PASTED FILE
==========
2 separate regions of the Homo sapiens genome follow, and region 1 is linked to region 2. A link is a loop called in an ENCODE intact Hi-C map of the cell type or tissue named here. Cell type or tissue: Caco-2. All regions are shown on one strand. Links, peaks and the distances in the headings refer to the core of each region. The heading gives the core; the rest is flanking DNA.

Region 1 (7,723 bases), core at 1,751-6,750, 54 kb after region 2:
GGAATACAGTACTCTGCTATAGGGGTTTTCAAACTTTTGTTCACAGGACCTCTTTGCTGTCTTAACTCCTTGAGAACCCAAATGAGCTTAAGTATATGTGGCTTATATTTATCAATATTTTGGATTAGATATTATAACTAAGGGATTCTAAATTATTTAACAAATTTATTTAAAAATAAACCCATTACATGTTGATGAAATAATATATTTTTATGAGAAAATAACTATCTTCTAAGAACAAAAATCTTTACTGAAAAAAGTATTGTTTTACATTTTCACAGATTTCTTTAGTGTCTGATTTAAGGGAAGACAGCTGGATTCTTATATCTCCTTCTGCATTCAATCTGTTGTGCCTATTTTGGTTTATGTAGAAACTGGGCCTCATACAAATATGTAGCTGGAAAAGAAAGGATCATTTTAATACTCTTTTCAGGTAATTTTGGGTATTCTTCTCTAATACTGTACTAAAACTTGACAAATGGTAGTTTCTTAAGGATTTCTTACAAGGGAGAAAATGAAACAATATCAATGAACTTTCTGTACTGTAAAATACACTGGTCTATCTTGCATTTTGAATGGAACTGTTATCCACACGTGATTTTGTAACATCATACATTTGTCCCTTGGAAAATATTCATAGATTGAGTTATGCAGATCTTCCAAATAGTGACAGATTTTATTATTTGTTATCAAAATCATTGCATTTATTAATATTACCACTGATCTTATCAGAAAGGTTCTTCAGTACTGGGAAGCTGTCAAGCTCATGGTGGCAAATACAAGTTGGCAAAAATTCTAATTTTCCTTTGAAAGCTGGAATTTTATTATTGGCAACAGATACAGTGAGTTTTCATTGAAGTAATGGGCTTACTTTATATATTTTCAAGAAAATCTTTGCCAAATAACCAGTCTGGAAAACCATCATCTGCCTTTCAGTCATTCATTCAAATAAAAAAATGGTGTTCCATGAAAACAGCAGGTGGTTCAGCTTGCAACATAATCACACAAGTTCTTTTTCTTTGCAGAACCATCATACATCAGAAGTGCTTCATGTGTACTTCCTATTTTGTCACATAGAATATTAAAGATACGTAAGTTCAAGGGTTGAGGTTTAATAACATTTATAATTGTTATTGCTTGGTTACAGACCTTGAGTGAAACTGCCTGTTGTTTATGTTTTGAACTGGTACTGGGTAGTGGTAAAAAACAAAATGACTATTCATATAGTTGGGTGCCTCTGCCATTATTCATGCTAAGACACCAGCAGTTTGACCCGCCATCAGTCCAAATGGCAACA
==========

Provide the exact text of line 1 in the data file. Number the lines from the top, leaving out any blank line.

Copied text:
2 separate regions of the Homo sapiens genome follow, and region 1 is linked to region 2. A link is a loop called in an ENCODE intact Hi-C map of the cell type or tissue named here. Cell type or tissue: Caco-2. All regions are shown on one strand. Links, peaks and the distances in the headings refer to the core of each region. The heading gives the core; the rest is flanking DNA.